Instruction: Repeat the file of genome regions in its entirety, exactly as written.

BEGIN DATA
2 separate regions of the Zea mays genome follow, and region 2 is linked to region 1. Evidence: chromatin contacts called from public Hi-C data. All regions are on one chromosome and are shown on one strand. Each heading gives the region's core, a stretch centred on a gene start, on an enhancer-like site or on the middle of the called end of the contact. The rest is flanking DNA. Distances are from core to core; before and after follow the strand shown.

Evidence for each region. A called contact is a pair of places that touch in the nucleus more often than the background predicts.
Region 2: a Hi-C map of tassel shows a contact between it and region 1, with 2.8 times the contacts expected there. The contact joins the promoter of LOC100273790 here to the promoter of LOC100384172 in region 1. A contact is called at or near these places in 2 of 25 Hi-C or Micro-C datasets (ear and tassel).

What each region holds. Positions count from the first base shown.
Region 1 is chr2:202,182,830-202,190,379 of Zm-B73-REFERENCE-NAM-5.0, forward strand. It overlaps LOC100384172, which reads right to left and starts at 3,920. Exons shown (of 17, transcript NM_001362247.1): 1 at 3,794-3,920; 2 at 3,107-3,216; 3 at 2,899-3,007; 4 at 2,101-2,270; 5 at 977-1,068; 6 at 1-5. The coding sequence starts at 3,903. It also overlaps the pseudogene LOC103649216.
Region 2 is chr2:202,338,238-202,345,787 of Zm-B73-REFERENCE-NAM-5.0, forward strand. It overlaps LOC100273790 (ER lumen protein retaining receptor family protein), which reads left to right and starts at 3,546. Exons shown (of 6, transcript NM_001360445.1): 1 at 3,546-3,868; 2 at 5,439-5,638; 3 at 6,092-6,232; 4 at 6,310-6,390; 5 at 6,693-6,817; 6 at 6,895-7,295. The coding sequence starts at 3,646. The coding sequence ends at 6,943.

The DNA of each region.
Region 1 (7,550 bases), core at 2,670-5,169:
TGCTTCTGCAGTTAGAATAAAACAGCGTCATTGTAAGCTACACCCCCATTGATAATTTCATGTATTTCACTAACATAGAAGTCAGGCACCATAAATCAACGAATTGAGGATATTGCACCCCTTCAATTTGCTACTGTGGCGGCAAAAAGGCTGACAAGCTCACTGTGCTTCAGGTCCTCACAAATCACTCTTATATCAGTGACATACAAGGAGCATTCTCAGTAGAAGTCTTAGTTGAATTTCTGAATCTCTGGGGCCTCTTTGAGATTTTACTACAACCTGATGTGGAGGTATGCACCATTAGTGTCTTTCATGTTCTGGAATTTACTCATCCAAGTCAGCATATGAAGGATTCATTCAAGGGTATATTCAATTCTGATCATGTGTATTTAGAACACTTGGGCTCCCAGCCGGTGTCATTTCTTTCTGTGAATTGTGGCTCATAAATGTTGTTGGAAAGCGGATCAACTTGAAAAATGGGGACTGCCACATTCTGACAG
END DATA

2 separate regions of the Zea mays genome follow, and region 2 is linked to region 1. Evidence: chromatin contacts called from public Hi-C data. All regions are on one chromosome and are shown on one strand. Each heading gives the region's core, a stretch centred on a gene start, on an enhancer-like site or on the middle of the called end of the contact. The rest is flanking DNA. Distances are from core to core; before and after follow the strand shown.

Evidence for each region. A called contact is a pair of places that touch in the nucleus more often than the background predicts.
Region 2: a Hi-C map of tassel shows a contact between it and region 1, with 2.8 times the contacts expected there. The contact joins the promoter of LOC100273790 here to the promoter of LOC100384172 in region 1. A contact is called at or near these places in 2 of 25 Hi-C or Micro-C datasets (ear and tassel).

What each region holds. Positions count from the first base shown.
Region 1 is chr2:202,182,830-202,190,379 of Zm-B73-REFERENCE-NAM-5.0, forward strand. It overlaps LOC100384172, which reads right to left and starts at 3,920. Exons shown (of 17, transcript NM_001362247.1): 1 at 3,794-3,920; 2 at 3,107-3,216; 3 at 2,899-3,007; 4 at 2,101-2,270; 5 at 977-1,068; 6 at 1-5. The coding sequence starts at 3,903. It also overlaps the pseudogene LOC103649216.
Region 2 is chr2:202,338,238-202,345,787 of Zm-B73-REFERENCE-NAM-5.0, forward strand. It overlaps LOC100273790 (ER lumen protein retaining receptor family protein), which reads left to right and starts at 3,546. Exons shown (of 6, transcript NM_001360445.1): 1 at 3,546-3,868; 2 at 5,439-5,638; 3 at 6,092-6,232; 4 at 6,310-6,390; 5 at 6,693-6,817; 6 at 6,895-7,295. The coding sequence starts at 3,646. The coding sequence ends at 6,943.

The DNA of each region.
Region 1 (7,550 bases), core at 2,670-5,169:
TGCTTCTGCAGTTAGAATAAAACAGCGTCATTGTAAGCTACACCCCCATTGATAATTTCATGTATTTCACTAACATAGAAGTCAGGCACCATAAATCAACGAATTGAGGATATTGCACCCCTTCAATTTGCTACTGTGGCGGCAAAAAGGCTGACAAGCTCACTGTGCTTCAGGTCCTCACAAATCACTCTTATATCAGTGACATACAAGGAGCATTCTCAGTAGAAGTCTTAGTTGAATTTCTGAATCTCTGGGGCCTCTTTGAGATTTTACTACAACCTGATGTGGAGGTATGCACCATTAGTGTCTTTCATGTTCTGGAATTTACTCATCCAAGTCAGCATATGAAGGATTCATTCAAGGGTATATTCAATTCTGATCATGTGTATTTAGAACACTTGGGCTCCCAGCCGGTGTCATTTCTTTCTGTGAATTGTGGCTCATAAATGTTGTTGGAAAGCGGATCAACTTGAAAAATGGGGACTGCCACATTCTGACAG